Dr. Molina: The reason that people have uncontrolled asthma is because sometimes the disease itself is viewed as “just something that I deal with when I have an attack; I don’t have to take the medication on a regular basis.” And that is not true.

Asthma is a chronic disease that needs preventive treatment. You should take medication on a regular basis, as opposed to just going to an urgent care or emergency room or seeing your physician when you have an asthma attack. Each time when you have a flare-up or asthma attack, it causes more inflammation in your lungs and down the road you could have a worse outcome or severe consequences.

Verywell Health: How can providers help patients control their asthma?

Dr. Molina: Health literacy [the degree to which individuals are able to obtain, understand, and use basic health information in order to make informed health decisions] is something I think all providers should be sensitive to.

As mentioned above, some people have the perception that they don’t have to take medication regularly, or they don’t have a good understanding of what would be the long-term consequences of asthma if they don’t take medication as instructed or follow medical advice. And that individual usually ends up with an uncontrolled asthma or develops other complications of asthma because of inappropriate treatment.

Providers shouldn’t assume that their patient’s going to walk out of the appointment understanding everything that’s been explained. Sometimes, providers need to use a different approach, or work with a multidisciplinary team. Sometimes they need to have a nurse call the patient a couple days later just to make sure that they go pick up the medication, they understand the instructions, or if they have any other questions regarding the treatment plan or the medication they have to take.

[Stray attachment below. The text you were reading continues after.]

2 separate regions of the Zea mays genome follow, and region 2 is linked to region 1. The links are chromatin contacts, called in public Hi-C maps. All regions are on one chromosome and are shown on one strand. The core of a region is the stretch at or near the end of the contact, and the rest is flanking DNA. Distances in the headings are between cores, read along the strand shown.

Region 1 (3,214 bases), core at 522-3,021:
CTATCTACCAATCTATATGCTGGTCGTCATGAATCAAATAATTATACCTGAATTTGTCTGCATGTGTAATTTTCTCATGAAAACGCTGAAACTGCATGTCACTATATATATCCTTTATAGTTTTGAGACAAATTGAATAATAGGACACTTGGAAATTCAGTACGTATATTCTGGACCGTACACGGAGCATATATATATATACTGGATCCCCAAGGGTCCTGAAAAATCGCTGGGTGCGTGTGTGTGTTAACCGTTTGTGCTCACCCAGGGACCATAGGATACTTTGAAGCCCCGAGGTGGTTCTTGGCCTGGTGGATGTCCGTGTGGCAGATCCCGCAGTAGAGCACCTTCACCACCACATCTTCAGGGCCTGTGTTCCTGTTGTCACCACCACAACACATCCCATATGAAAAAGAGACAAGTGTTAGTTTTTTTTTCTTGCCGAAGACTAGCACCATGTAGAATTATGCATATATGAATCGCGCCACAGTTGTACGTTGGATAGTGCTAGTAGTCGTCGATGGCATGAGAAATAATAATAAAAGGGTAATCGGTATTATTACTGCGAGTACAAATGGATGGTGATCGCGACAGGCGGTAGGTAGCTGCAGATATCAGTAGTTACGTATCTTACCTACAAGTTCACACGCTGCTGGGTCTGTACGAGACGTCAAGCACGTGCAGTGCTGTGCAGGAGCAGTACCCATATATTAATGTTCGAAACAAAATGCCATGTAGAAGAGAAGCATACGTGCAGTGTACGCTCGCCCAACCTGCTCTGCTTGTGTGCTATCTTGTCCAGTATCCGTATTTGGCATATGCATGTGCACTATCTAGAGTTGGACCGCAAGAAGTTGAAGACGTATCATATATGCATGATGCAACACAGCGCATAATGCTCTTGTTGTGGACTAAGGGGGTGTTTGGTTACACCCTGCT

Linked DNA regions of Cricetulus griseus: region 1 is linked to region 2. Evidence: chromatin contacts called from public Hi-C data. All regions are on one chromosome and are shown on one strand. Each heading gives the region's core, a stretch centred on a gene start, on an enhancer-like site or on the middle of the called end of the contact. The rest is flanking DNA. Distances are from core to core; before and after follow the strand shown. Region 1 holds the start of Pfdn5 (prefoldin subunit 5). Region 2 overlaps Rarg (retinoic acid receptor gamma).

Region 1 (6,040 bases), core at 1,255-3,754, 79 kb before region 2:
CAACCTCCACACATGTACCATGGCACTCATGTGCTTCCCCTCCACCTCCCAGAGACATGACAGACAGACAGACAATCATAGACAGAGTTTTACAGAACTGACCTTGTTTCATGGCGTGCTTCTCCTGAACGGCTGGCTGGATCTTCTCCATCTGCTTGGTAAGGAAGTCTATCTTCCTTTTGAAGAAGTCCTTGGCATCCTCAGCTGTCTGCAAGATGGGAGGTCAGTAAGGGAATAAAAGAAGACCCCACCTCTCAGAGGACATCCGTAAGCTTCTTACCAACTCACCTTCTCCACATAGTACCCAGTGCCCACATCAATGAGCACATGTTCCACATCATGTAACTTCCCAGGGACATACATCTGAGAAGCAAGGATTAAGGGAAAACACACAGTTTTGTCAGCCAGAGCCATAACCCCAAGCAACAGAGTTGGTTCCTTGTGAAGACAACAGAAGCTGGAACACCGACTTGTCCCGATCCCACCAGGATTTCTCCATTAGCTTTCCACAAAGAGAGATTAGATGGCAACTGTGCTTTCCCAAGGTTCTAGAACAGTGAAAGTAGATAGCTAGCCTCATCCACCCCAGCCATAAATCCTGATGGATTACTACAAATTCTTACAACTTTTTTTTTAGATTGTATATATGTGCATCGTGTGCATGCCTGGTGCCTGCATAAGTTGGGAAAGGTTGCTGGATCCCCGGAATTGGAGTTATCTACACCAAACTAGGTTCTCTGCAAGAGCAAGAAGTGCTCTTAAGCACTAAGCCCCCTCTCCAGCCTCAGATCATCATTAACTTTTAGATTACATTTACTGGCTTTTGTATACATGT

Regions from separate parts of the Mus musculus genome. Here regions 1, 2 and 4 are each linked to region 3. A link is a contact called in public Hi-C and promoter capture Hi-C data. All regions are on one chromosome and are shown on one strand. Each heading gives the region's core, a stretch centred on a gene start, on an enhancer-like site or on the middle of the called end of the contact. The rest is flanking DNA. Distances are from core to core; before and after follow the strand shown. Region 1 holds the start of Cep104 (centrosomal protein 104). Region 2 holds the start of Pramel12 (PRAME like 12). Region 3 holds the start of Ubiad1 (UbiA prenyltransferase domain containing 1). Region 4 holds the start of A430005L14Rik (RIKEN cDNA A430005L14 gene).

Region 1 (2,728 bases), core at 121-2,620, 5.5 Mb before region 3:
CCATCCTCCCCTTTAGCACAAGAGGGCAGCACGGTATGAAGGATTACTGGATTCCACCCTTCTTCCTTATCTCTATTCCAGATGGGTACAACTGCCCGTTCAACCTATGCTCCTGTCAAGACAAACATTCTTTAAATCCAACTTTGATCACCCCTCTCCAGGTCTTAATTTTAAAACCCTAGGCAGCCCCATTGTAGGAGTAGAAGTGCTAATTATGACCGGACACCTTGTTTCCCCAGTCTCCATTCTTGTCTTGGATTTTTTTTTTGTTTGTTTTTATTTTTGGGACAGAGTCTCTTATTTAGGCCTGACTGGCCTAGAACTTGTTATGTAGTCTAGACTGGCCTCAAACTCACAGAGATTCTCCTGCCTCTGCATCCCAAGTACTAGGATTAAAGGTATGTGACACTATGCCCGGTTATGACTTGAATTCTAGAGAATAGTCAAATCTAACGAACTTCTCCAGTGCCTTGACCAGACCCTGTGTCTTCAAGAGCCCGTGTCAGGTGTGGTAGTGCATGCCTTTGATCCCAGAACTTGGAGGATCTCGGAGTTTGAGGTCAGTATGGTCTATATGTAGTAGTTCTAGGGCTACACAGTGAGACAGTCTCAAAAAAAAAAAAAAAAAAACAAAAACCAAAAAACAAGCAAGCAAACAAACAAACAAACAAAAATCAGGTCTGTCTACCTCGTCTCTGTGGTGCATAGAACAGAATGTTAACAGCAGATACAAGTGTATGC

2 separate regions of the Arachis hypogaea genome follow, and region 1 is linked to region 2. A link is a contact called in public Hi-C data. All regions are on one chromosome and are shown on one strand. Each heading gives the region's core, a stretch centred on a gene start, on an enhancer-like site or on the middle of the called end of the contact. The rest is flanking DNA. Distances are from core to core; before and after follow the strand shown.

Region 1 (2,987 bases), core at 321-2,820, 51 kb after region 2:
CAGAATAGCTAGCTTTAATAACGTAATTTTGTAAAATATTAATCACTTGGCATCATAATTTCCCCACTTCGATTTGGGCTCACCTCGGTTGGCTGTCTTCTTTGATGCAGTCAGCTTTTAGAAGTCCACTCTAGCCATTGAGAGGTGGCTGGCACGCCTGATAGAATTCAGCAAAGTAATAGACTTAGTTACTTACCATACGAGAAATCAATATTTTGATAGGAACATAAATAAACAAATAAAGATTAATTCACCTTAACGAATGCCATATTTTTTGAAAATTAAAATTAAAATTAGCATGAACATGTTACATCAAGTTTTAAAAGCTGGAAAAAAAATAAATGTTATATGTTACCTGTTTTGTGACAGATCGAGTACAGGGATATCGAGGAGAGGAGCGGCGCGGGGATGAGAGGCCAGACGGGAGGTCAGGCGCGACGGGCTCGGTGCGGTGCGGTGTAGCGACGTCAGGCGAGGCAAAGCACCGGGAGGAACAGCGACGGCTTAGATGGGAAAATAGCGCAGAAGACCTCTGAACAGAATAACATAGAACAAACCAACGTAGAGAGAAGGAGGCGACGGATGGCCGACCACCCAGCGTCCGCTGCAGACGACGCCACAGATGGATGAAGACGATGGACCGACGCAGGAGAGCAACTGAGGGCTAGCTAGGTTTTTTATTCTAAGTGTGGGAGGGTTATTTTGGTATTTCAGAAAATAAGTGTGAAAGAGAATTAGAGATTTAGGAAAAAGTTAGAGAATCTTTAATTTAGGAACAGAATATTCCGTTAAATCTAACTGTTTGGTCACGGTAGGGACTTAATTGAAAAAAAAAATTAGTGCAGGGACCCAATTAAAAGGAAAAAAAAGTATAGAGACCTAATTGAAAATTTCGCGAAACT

Verywell Health: Do any groups of people suffer the consequences of asthma more than others?

Dr. Molina: There are several barriers to care of asthma from race [to] sex [to] age to behavior.

In terms of consequences, we already know that people who are Black have a high risk of asthma death: They have 3 times the mortality rate and 2 times the hospitalization rate because of their genetic background. On top of that, socioeconomic factors—income, education level, employment, insurance, or to what extent a person considers health a priority—can impact their asthma outcomes.

Verywell Health: How can asthma be controlled to reduce consequences?

Dr. Molina: Asthma is not difficult to treat. Once we identify a person has asthma and put them on an asthma regimen—and if a person follows your instruction or takes it appropriately—usually asthma is fairly well controlled.

2 Sources
Verywell Health uses only high-quality sources, including peer-reviewed studies, to support the facts within our articles. Read our editorial process to learn more about how we fact-check and keep our content accurate, reliable, and trustworthy.
  1. American Lung Association. Severe asthma.

  2. Asthma and Allergy Foundation of America. Asthma Disparities in America.

By Claire Wolters
Claire Wolters is a staff reporter covering health news for Verywell. She is most passionate about stories that cover real issues and spark change.